A lack of health insurance prevents Esperanza Galicia from getting the hernia surgery she has needed for two years.
“Sometimes it’s painful,” the 36-year-old said in Spanish last week.
Galicia is among an estimated 190,000 immigrants in Nevada living in the country illegally who are ineligible for health coverage under the Affordable Care Act, also known as Obamacare, which requires U.S. citizens to have medical insurance. The estimated number of immigrants in Nevada is based on a 2011 report released by the Pew Research Center in Washington, D.C.
Being left out of the Affordable Care Act means this population is not able to bargain for health insurance through the state’s insurance exchange and is not eligible to receive help to pay for insurance coverage.
Immigrants living in the country illegally will not face penalties from the federal government for not having insurance, though. That penalty applies only to U.S. citizens.
In Southern Nevada, immigrants living in the country illegally have the same limited options they have always had for medical help. They can either go to the few clinics that will take them or seek help in Clark County’s crowded emergency rooms.
“I think they will continue to come to the emergency room for care,” said Dr. Dale Carrison, University Medical Center’s chief of staff and head of emergency services. “I don’t view the Affordable Care Act as having an impact.”
Galicia on Friday went to get a physical at the Martin Luther King Health Center, which has a new building on Mt. Mariah Drive near Lake Mead and Martin Luther King boulevards. The center is one of 16 in the state offering a sliding fee scale based on income for those who are uninsured. She was told the hernia at her belly button continues to grow.
“It needs surgery,” she said. “It would be good to have insurance. Sometimes one has to go to the emergency room because the (ailment) is already very bad.”
Immigrants living in the country illegally are not eligible to buy insurance through the Silver State Health Insurance Exchange, a marketplace where Nevada consumers and small businesses are able to shop for health plans, said Jake Sunderland, spokesman with the Nevada Division of Insurance.
They are also not eligible to receive subsidies from the federal government to help with the cost of health insurance.
But Sunderland said immigrants living in the country illegally can buy health insurance directly from insurance companies.
“There’s no law, regulation or provision that prevents them from buying health insurance directly from the companies,” he said. “As long as it’s not through the exchange.”
But cost is a challenge for many such as Galicia, who is from Mexico and has lived in Las Vegas for about seven years. Her husband, a cook in a casino, is the only provider in the household. The couple has three American-born children who are on Medicaid.
Immigrants living in the country illegally are not eligible for full Medicaid coverage, according to Mary Woods, spokeswoman for the Nevada Department of Health and Human Services. But they can qualify for Emergency Medicaid, which all states offer and mainly covers such immigrants.
In February, 713 people were receiving Emergency Medicaid coverage statewide. People who apply for Emergency Medicaid must meet requirements including income eligibility, state residency and verification of medical service for the months in which coverage is requested.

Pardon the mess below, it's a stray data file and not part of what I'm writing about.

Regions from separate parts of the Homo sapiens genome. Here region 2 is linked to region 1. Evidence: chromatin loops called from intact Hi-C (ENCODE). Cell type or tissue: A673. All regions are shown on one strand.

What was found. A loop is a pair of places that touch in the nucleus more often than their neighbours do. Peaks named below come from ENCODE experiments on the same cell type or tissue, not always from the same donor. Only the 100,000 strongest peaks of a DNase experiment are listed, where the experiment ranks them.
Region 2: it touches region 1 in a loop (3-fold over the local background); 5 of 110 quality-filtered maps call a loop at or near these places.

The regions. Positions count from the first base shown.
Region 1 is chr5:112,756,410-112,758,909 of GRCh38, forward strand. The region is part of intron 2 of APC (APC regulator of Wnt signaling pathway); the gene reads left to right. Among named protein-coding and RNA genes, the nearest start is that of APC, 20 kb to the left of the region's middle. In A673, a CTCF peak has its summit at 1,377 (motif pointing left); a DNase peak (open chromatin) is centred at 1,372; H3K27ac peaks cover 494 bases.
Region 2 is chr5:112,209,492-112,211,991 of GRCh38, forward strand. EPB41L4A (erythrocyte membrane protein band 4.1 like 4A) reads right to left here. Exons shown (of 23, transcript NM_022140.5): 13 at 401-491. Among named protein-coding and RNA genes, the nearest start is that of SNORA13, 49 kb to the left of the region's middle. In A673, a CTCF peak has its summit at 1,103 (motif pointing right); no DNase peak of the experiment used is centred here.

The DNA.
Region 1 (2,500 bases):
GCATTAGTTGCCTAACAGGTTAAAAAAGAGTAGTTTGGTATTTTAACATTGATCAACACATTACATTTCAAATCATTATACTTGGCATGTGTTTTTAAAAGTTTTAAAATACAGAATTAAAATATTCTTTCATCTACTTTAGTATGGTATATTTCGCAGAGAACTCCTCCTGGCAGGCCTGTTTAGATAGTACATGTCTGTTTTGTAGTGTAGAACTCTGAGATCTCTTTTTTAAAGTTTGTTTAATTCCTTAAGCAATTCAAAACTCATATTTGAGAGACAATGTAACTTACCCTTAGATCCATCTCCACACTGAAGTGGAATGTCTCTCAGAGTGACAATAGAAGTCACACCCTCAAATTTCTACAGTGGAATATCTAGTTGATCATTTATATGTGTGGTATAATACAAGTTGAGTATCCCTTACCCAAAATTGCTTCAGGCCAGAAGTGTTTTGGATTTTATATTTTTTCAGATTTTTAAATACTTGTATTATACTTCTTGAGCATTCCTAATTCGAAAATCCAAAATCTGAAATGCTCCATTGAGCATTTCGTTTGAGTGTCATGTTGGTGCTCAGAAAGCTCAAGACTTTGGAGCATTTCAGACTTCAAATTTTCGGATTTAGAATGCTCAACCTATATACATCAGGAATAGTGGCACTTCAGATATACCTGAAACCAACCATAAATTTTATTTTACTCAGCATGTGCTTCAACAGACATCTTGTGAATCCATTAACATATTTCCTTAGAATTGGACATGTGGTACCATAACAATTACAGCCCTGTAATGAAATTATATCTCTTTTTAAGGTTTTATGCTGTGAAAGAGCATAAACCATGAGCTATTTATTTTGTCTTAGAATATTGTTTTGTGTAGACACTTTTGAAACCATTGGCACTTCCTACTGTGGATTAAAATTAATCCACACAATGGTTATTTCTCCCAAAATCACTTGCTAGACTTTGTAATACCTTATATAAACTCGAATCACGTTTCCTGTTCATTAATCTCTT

A person with a serious chronic condition, such as kidney failure or cancer, may remain eligible for Emergency Medicaid.
State officials have no plans to expand full Medicaid coverage to immigrants living in the country illegally, according to Woods. Full Medicaid covers anything from primary care to mental health services.
Immigrants living in the country illegally might see some improvements as a result of the Affordable Care Act, though. For example, federal funding for community health centers has improved, said Andres Ramirez, president of the Ramirez Group, the state’s largest health-insurance navigator firm. Those centers are typically in areas that are underserved.
And since the Affordable Care Act makes primary care a priority, fewer people will use emergency rooms, making them less crowded for immigrants living in the country illegally, Ramirez said.
“There’s nothing that makes it more difficult for undocumented immigrants to access health care,” he said of the federal act. “Actually there’s more benefits.”
Additional community health centers also are opening up.
Hope Christian Center in North Las Vegas is slated to open June 1, said Steve Flores, chief executive officer. The center will offer primary care, but will eventually also offer care in specialty areas.
The center is already working with pharmacies to potentially provide free medicine for the uninsured, Flores said.
If people have an income, the center will work with them using a sliding fee scale.
“We’ll work with everyone,” he said. “We will not turn anybody away.”
Other states also wrestle with the issue of medical care for immigrants living in the country illegally. In California, Senate Bill 1005 was introduced in February to help provide coverage to that group.
“It would basically make sure that all Californians got help to get affordable health care, regardless of their immigration status,” said Anthony Wright, executive director of Health Access California, a health consumer advocacy coalition.
If the legislation becomes law, it would establish a marketplace where immigrants living in the country illegally with higher incomes could shop for insurance, Wright said. It would also expand Medi-Cal, the state’s Medicaid program, to cover low-income immigrants living in the country illegally.
The state would have to finance the Medi-Cal expansion, Wright said.
“The bill at this time does not specify the funding sources. We are working on that as we speak.”
Reporter Yesenia Amaro can be reached at firstname.lastname@example.org or 702-383-0440.